A tool to find Windows registry files in a blob of data: Needle
- Useful scenarios
- How does the tool work?
- Can you do it manually?
- HTB Bastion Spoilers
I found an open NFS share during an Internal with a backup of a Domain Controller in it, but the file was too big to download. I wrote this tool to grab SAM, SYSTEM, and SECURITY registry hives from the mounted share to compromise the live DC. I’ve found multiple instances of similar situations as recently as a couple weeks ago. Additionally, I have heard secondhand it came in handy recently. Maybe you’ll find it’s handy? Find it here.
I actually wrote this tool some time ago but never got around to making a blog post about it. Here it is in action on a tar file.
This tool is the most useful if you find a file that looks like it’s backup of a Windows machine in formats like .tar, .vhd, or even a .vmdk file. The large file or blob of data is the haystack and the registry files are the needles in the haystack, hence the tool’s name of Needle.
Needle is also useful for incomplete forensics images or downloads but you still need to pull credentials out of the partial image.
There are also edge cases where
guestmount(1) fails or tar fails to extract.
Is the file is too large to exfil but you can mount it locally using
mount.cifs? Needle has you covered.
Could Needle fix up on-disk registry hives are marked as dirty and still get credentials even though secretsdump fails? Yes it can.
How does the tool work?
First off, let’s focus on our goals: extract some form of credentials to demonstrate impact and potentially escalate privileges. Impacket’s secretsdump.py needs either SAM and SYSTEM or SECURITY and SYSTEM to find potentially useful credentials. SAM+SYSTEM combo would be the local password database for Windows and SECURITY+SYSTEM would return LSA secrets. If impacket is available, Needle will import it and automatically secretsdump the dumped registry files for you.
The SAM file sounds like a good start.
As you hopefully can see, a really good (and long) pattern to match off of would be
I have been told the longer the pattern, the faster the searching so this very long pattern should work out great and we need to keep pattern length in mind for the other registry files.
Moving onto the SYSTEM registry hive since we need the
bootkey out of it to decrypt the data stored in SAM.
SYSTEM part of the file doesn’t seem too longer so after checking a couple SYSTEM registry files from different Windows systems in my homelab, I settle on adding some null bytes to increase the pattern length. After all, no one wants to sit watching a terminal waiting for results longer than required. So we can make our pattern
to maximize length and effectiveness. At this point we could try searching for just SAM and SYSTEM to get the local password hashes but it would also be really nice to try for the machine account hash or potential plaintext credentials stored in LSA secrets.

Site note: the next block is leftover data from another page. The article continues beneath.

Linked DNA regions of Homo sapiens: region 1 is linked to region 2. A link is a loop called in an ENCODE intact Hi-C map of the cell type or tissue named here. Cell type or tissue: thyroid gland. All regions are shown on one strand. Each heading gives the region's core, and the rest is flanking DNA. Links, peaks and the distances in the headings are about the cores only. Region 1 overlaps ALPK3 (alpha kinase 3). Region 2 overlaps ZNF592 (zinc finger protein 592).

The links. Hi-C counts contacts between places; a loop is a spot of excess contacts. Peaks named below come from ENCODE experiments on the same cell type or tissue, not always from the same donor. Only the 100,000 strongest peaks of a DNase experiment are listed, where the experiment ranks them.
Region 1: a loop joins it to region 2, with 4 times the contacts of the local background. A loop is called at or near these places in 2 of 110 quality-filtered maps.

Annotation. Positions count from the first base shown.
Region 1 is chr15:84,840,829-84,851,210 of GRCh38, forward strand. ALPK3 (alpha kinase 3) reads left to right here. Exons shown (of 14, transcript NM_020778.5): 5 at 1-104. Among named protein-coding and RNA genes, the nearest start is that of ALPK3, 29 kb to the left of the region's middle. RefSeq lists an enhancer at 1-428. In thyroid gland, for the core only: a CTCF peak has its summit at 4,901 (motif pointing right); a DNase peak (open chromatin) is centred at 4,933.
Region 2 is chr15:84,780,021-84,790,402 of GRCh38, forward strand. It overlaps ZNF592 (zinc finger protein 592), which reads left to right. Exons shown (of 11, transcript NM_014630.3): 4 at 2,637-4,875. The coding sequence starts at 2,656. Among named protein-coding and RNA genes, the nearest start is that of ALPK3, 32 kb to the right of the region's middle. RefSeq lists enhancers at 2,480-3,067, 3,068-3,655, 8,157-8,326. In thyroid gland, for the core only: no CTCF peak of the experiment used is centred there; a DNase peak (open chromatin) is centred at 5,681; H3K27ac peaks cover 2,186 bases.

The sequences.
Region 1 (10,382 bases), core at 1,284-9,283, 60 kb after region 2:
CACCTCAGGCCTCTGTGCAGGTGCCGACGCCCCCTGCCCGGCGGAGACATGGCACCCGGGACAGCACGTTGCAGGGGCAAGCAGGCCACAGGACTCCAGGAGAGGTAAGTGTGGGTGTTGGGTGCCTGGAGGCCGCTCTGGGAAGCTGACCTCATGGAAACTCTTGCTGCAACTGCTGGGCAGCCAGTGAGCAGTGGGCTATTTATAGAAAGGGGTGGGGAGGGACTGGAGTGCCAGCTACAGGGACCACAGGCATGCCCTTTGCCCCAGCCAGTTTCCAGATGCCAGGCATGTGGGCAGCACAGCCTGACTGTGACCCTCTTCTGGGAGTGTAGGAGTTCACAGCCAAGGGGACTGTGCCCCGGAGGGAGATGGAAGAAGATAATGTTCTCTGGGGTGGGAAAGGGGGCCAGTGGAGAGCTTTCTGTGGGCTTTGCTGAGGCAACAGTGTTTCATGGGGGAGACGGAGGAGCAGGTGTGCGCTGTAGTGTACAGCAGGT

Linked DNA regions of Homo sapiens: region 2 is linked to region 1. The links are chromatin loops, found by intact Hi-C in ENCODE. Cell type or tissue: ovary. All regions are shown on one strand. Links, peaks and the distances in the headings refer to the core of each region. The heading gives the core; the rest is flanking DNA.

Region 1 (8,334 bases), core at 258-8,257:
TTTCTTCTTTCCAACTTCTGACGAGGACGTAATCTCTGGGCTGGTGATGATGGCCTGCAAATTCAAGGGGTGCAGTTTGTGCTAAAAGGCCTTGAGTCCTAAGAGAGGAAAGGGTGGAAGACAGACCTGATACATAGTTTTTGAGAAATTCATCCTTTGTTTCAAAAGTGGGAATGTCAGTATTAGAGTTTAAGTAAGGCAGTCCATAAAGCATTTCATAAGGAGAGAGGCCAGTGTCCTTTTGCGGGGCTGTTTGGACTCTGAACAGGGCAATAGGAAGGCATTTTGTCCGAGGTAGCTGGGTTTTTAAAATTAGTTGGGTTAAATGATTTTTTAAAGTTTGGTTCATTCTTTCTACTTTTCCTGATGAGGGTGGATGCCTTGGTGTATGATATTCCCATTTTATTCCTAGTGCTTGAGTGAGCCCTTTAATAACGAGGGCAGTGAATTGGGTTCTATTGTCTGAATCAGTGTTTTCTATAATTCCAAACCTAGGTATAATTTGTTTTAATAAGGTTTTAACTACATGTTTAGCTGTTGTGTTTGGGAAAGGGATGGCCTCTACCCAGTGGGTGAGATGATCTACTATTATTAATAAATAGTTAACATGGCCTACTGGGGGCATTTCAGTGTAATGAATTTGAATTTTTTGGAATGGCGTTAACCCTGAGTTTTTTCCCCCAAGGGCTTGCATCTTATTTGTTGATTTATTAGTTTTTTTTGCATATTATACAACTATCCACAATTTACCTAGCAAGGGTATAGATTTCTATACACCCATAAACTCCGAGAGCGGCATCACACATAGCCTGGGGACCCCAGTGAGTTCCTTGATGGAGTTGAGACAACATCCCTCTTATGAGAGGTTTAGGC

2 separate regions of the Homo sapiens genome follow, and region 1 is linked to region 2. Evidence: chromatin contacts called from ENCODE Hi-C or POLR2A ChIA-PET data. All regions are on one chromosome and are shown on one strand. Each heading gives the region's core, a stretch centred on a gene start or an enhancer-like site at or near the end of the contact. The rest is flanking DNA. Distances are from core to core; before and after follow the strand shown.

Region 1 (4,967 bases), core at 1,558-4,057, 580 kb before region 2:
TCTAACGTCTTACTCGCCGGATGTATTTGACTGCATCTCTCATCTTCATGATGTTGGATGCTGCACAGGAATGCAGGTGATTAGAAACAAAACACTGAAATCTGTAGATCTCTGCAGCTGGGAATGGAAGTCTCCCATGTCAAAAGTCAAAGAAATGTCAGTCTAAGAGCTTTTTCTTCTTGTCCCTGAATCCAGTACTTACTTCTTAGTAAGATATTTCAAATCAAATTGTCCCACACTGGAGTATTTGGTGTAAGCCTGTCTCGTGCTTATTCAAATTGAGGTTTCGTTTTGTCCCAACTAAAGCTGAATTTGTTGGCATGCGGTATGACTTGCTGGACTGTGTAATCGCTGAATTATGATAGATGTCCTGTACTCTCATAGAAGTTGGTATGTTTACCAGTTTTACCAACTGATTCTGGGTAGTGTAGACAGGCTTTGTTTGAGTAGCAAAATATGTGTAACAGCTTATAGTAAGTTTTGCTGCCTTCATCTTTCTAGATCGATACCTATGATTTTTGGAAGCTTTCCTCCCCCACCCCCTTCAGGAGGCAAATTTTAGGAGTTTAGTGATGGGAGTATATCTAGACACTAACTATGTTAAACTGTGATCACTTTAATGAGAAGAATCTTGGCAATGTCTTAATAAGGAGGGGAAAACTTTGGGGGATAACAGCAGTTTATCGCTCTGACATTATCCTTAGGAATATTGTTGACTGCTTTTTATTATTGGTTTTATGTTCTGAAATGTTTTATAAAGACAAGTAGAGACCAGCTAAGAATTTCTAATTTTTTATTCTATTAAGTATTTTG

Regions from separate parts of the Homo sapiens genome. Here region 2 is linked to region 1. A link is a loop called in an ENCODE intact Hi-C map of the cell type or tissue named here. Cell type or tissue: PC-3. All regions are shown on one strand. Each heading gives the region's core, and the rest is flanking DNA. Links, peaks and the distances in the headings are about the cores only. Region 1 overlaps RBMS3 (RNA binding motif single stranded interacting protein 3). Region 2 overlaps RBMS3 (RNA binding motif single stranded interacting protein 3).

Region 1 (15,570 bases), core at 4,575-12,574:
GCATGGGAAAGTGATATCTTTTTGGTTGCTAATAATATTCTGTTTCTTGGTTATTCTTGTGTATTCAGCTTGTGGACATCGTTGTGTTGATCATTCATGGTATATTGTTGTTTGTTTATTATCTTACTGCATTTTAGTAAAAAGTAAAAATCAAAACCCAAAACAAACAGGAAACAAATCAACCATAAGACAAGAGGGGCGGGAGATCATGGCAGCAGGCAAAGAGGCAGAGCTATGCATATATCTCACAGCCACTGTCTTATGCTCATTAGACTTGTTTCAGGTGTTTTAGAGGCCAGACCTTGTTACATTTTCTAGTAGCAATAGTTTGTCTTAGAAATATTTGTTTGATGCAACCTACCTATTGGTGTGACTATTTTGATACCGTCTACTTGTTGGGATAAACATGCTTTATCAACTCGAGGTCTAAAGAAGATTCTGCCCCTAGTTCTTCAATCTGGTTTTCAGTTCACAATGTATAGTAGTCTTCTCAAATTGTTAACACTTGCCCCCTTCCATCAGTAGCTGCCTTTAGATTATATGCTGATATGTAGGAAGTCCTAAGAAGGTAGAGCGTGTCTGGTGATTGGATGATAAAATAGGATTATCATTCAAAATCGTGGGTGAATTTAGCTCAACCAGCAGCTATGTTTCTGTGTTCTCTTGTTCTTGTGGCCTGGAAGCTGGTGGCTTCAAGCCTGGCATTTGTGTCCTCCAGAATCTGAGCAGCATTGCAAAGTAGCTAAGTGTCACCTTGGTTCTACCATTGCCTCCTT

Now focusing on SECURITY, let’s find a pattern.
It looks like we can get another long one. I’m not sure why the first part truncated but every sample I found has the same start point so I’ll roll with it. The pattern is
Cleaning dirty registry files
Take a look at the SYSTEM registry file shown above. There’s an extra
DIRT and a large chunk of null bytes. Since most tools parsing the registry file, use offsets this is obviously break it. After debating for several nights what the best way to go about fixing up the dirty registry hives could be, I decided on just stripping out the extra data. I’m going to be honest, it’s been long enough I don’t remember why removing extra zeros was sufficient. However, if you come across a registry file that is marked as dirty, it will have those extra chunks of null bytes so Needle will try to remedy this (if the
--clean flag is specified) by removing the extra chunks. Needle will then try to secretsdump as usual and output the results.
Can you do it manually?
Sure! That’s exactly how I started but quickly realized lots of false positives and wanted an automated way to try all possible offsets into a file. You’ll have to repeat for every instance of every pattern which can (and did) get tedious.
grep --byte-offset -Pa $PATTERN /mnt/large.file.tar dd if=/mnt/large.file.tar of=test_SAM.bin skip=$OFFSET count=17000000 iflag=skip_bytes,count=bytes secretsdump.py LOCAL -sam test_SAM.bin -system test_SYSTEM.bin
HTB Bastion Spoilers
In order to test this out using some sample (not client data) I used HTB’s Bastion. If you’re working through this retired machine, you should not read any further and come back when you’re ready for spoilers.
Bastion had an open SMB share with a backup of a Windows machine in the form of a VHD file. The notes in the same directory say to not download the image file as it’d kill bandwidth for other users.
guestmount is likely the intended path but it occasionally fails to mount an image.